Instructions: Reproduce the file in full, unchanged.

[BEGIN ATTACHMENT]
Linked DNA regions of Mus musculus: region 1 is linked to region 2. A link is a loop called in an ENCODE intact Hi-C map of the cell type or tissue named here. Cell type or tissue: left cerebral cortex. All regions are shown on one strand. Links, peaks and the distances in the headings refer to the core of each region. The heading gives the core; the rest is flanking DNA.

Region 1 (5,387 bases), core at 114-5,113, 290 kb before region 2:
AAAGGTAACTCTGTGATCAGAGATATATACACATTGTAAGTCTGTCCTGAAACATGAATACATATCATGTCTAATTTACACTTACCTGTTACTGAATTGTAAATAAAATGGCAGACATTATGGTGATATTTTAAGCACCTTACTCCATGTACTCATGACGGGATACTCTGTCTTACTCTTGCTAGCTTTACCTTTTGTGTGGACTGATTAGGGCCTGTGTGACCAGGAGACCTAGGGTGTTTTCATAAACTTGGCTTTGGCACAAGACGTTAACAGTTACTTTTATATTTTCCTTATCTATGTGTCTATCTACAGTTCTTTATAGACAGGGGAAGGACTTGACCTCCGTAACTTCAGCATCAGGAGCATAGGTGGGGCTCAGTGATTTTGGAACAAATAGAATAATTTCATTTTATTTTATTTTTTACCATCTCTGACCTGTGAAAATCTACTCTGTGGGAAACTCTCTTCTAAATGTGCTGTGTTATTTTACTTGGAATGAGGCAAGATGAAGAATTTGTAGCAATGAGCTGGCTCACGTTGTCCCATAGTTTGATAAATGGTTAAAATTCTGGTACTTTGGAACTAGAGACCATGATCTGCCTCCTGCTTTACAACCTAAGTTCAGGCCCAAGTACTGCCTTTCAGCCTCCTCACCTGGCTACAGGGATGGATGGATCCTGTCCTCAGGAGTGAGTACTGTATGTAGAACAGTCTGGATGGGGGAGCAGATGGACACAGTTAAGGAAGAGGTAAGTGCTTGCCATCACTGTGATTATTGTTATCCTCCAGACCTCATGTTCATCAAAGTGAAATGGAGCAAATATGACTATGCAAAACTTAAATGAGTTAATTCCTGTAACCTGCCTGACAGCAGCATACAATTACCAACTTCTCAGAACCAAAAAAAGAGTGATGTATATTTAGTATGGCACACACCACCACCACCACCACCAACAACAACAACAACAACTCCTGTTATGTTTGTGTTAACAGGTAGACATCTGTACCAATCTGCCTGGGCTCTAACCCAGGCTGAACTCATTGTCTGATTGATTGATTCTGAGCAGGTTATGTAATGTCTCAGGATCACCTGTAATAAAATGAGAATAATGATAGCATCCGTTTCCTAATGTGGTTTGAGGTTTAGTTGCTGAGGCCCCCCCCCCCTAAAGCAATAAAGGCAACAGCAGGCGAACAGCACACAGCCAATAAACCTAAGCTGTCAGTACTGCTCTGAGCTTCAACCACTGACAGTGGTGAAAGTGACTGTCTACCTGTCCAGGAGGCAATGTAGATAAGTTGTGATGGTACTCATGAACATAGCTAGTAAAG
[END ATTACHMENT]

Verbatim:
Linked DNA regions of Mus musculus: region 1 is linked to region 2. A link is a loop called in an ENCODE intact Hi-C map of the cell type or tissue named here. Cell type or tissue: left cerebral cortex. All regions are shown on one strand. Links, peaks and the distances in the headings refer to the core of each region. The heading gives the core; the rest is flanking DNA.

Region 1 (5,387 bases), core at 114-5,113, 290 kb before region 2:
AAAGGTAACTCTGTGATCAGAGATATATACACATTGTAAGTCTGTCCTGAAACATGAATACATATCATGTCTAATTTACACTTACCTGTTACTGAATTGTAAATAAAATGGCAGACATTATGGTGATATTTTAAGCACCTTACTCCATGTACTCATGACGGGATACTCTGTCTTACTCTTGCTAGCTTTACCTTTTGTGTGGACTGATTAGGGCCTGTGTGACCAGGAGACCTAGGGTGTTTTCATAAACTTGGCTTTGGCACAAGACGTTAACAGTTACTTTTATATTTTCCTTATCTATGTGTCTATCTACAGTTCTTTATAGACAGGGGAAGGACTTGACCTCCGTAACTTCAGCATCAGGAGCATAGGTGGGGCTCAGTGATTTTGGAACAAATAGAATAATTTCATTTTATTTTATTTTTTACCATCTCTGACCTGTGAAAATCTACTCTGTGGGAAACTCTCTTCTAAATGTGCTGTGTTATTTTACTTGGAATGAGGCAAGATGAAGAATTTGTAGCAATGAGCTGGCTCACGTTGTCCCATAGTTTGATAAATGGTTAAAATTCTGGTACTTTGGAACTAGAGACCATGATCTGCCTCCTGCTTTACAACCTAAGTTCAGGCCCAAGTACTGCCTTTCAGCCTCCTCACCTGGCTACAGGGATGGATGGATCCTGTCCTCAGGAGTGAGTACTGTATGTAGAACAGTCTGGATGGGGGAGCAGATGGACACAGTTAAGGAAGAGGTAAGTGCTTGCCATCACTGTGATTATTGTTATCCTCCAGACCTCATGTTCATCAAAGTGAAATGGAGCAAATATGACTATGCAAAACTTAAATGAGTTAATTCCTGTAACCTGCCTGACAGCAGCATACAATTACCAACTTCTCAGAACCAAAAAAAGAGTGATGTATATTTAGTATGGCACACACCACCACCACCACCACCAACAACAACAACAACAACTCCTGTTATGTTTGTGTTAACAGGTAGACATCTGTACCAATCTGCCTGGGCTCTAACCCAGGCTGAACTCATTGTCTGATTGATTGATTCTGAGCAGGTTATGTAATGTCTCAGGATCACCTGTAATAAAATGAGAATAATGATAGCATCCGTTTCCTAATGTGGTTTGAGGTTTAGTTGCTGAGGCCCCCCCCCCCTAAAGCAATAAAGGCAACAGCAGGCGAACAGCACACAGCCAATAAACCTAAGCTGTCAGTACTGCTCTGAGCTTCAACCACTGACAGTGGTGAAAGTGACTGTCTACCTGTCCAGGAGGCAATGTAGATAAGTTGTGATGGTACTCATGAACATAGCTAGTAAAG